Michigan Stink Bugs: To Squish or Not to Squish?
It was a historical year. The search engine we now know as Google was founded, the FDA approved Viagra, the name Lewinski entered our vocabulary, Apple unveiled the iMac, ANNNNDDDDD stinkbugs made their first appearance in Michigan.
The Invasive Species Arrives in Michigan
The brown marmorated stinkbug, as it's known in scientific circles, arrived in the Mitten State in 1998 and we have been collectively dodging these seemingly clumsy fliers ever since. They hitched a ride from Southeast Asia, more than likely on a piece of cargo that arrived in the United States sometime in the mid '90s, perhaps in Pennsylvania.
These lovely little pests are most drawn to homes with ornamental plants, gardens, berry bushes, and fruit trees. They also enjoy hanging out on the side of homes that get plenty of sun in the Spring and Summer.
The Stink Bugs Impact on Michigan Agriculture
Their biggest impact in Michigan has been on crops. Stink bugs aren't picky eaters either, they'll eat any vegetable, fruit, legume, nut, cotton, and houseplants. The University of California's Integrated Pest Management program detailed how this invasive species cause crop damage, just by eating it with their straw-like mouths:
Stink bugs damage the crop directly by feeding on fruit. Early season feeding results in dimples or irregularly depressed areas on mature fruit. If the feeding occurs after maturity there is little external evidence other than excrement, which appears as small, brown, tear-shaped drops.
Mid-Atlantic US farmers suffered catastrophic losses in 2010 thanks to the brown marmorated stink bugs' impact on peach and other fruit crops.
If You Squish a Stink Bug Does It Attract More? Experts Disagree
As a defensive tactic, stink bugs secrete a pungent odor when they are threatened and especially when they are squished. Does this attract more stink bugs like some kind of insect hydra? Opinions vary:
The experts at Rutgers University are frequently asked 'Will killing the brown marmorated stink bug attract more?' Here's their answer:
No. While this is true for some types of insects it does not occur with the brown marmorated stink bug.
Would the fine people at Rutgers lie? Because BobVila.com disagrees:
If you do anything to bother the shield-shaped, dime-size stink bug, you may suddenly find yourself subject to its foul odor, which actually attracts even more stink bugs!
One has to respect a fine institution like Rutgers, but Bob Vila...he had a beard and a plaid shirt. Who do you believe?
What is That Smell?
When it comes to smell, think of stinkbugs as the skunk of bugs: if you upset it, it might spray you (some species of stink bugs can spray the chemicals several inches, thanks for that nightmare fuel Orkin) and if you kill it, it will stink up an entire home.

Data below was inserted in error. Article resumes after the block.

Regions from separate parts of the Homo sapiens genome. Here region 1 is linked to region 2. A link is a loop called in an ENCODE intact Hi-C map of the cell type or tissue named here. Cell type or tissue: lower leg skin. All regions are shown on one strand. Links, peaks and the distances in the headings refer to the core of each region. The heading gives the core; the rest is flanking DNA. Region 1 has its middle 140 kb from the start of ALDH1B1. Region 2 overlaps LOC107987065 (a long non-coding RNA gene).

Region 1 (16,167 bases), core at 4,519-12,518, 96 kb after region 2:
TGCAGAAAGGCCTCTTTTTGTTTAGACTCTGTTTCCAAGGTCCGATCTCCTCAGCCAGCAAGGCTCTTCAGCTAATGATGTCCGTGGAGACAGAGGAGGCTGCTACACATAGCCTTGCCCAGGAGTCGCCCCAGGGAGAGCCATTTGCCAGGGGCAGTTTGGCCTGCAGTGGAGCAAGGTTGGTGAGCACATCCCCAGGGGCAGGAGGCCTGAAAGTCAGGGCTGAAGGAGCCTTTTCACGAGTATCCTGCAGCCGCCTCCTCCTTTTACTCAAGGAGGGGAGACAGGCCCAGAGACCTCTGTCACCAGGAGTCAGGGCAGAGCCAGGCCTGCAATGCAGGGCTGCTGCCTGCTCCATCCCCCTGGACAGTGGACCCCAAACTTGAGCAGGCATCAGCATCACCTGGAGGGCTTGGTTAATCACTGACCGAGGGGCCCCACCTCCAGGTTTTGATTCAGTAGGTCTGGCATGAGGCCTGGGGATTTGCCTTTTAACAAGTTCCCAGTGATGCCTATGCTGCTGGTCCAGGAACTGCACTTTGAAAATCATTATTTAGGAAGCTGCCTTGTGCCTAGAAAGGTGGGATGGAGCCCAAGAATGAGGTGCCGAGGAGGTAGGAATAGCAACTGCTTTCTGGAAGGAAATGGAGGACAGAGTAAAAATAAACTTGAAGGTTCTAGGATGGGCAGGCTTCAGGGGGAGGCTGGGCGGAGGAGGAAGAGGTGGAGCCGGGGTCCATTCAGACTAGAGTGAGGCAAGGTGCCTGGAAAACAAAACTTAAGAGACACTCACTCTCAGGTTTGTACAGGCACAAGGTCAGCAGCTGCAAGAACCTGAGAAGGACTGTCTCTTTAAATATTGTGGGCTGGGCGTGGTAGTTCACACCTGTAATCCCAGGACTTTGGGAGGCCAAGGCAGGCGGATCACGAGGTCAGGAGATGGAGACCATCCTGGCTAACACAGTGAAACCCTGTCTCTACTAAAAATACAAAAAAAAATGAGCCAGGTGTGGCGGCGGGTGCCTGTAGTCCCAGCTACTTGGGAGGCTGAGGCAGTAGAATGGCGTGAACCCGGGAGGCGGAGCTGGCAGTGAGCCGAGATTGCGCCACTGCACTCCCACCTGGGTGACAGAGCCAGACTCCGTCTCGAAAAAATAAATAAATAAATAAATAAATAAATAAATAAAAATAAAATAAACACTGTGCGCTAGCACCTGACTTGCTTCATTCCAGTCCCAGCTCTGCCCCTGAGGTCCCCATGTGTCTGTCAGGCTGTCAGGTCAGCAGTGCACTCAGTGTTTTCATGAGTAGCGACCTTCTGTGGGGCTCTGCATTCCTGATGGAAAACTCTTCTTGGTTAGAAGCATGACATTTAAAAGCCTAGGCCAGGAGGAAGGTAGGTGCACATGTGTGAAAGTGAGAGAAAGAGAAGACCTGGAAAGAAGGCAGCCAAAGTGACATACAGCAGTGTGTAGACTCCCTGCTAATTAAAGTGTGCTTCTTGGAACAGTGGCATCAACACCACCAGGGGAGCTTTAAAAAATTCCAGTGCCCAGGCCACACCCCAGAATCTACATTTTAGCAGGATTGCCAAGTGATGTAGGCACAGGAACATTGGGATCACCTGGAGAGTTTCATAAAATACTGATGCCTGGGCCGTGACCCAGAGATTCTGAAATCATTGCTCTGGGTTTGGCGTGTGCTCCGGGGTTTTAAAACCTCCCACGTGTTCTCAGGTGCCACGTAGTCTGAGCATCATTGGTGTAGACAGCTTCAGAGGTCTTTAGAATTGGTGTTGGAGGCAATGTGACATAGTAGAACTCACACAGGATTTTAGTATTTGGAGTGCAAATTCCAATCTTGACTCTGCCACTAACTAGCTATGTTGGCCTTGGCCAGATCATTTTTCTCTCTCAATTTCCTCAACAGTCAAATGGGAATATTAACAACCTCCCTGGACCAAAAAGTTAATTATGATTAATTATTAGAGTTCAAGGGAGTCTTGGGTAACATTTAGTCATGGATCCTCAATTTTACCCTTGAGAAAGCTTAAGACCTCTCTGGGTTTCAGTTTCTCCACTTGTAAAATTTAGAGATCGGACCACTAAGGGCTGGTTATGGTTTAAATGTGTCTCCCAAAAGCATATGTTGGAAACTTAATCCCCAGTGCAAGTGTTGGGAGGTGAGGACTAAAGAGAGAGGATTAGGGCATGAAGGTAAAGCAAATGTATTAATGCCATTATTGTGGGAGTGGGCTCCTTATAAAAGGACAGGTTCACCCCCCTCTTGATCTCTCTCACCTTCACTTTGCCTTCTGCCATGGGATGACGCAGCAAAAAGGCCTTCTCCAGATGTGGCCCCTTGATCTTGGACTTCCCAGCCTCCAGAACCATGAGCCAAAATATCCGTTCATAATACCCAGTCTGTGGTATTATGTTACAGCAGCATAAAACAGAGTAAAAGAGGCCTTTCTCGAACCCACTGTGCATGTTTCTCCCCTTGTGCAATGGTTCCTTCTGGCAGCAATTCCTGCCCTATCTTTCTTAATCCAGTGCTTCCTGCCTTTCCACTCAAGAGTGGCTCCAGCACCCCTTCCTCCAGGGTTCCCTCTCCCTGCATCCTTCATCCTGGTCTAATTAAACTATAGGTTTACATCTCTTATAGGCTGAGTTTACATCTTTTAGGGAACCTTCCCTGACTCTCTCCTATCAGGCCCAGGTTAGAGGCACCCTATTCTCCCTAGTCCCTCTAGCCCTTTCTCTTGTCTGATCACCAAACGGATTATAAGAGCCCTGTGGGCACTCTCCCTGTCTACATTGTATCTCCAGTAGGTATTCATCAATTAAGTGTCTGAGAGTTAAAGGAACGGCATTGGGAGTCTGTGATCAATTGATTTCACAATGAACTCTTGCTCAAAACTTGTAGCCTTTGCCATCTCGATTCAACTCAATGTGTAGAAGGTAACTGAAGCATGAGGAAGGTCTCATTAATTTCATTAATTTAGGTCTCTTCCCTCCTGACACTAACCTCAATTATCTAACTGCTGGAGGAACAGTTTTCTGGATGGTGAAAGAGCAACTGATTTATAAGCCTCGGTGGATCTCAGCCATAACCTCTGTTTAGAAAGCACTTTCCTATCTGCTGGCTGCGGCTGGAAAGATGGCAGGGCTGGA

Turns out that smell has a lot of the same chemical elements present in cilantro but smell nowhere near as appetizing. If potent enough it can linger for hours, so it's best not to squish the little pests. Better to vacuum them up or flush them because the same chemicals that provide that odor also stain floors, carpets and other surfaces.
When Can You Expect Them To Arrive?
Mosquitos and stink bugs share similar seasons in Michigan, mainly between March and September. In Spring they emerge and start to feed. They need their strength because breeding season is May through August. Brown marmorated stink bugs lay a mass of about 20-30 eggs, which are usually red in color. Good news is they lay there eggs outdoors, usually under a leaf.
Once they hatch they'll go through five molts before reaching full grown adulthood. Rutgers University say they'll spend a grand total of 6 to 8 months on the planet, most of it spent trying to find the warm places they are attracted to. This explains why you find so many of them in and around light fixtures and other electronics.
Once Fall arrives these pests scramble to find a warm spot to spend any Winter months they may have in their short lives. This explains why the change of season brings stink bugs back into our homes. They are crafty too! They are ridiculously flat and can slip into even the tiniest of crevices. Once one stink bug finds a nice place to hunker down, they are nice enough to release that wonderful scent so that their family and friends all come cuddle together. This is when they go into diapause, a type of hibernation. Basically they take a long nap and start the cycle all over again in the Spring.
How Do I Prevent Them From Coming In?
Seal it up tight! Every nook and cranny. These smelly interlopers can suck it in, flatten out and squeeze through even the tiniest of holes.
The United States Environmental Protection Agency (EPA), who considers the brown marmorated stink bug an invasive pest, recommends the following:
Caulk windows inside and out.
Weather strip entry doors and/or install door sweeps if daylight is visible around the perimeter of the door.
Rake away all debris and edible vegetation from your home’s foundation to keep from attracting pests.
Inspect for and seal foundation cracks to block a potential point of entry.
Secure crawlspace entries.
When insulating exposed plumbing pipes around the foundation or the crawlspace of your home, caulk small gaps and fill larger ones with steel wool.
If your home has a fireplace, cap or screen the top of the chimney to keep out pests.
Contact a pest control professional to treat surrounding vegetation near your home’s foundation, which can harbor large populations of stink bugs, with products registered for residential outdoor uses. For more information, see Choosing a Pest Control Company.
Are Stink Bugs Here to Stay?
Experts may not agree on whether or not squishing one will attract more, but most agree they aren't going anywhere anytime soon. In fact the brown marmorated stink bug has even begun to colonize the United Kingdom.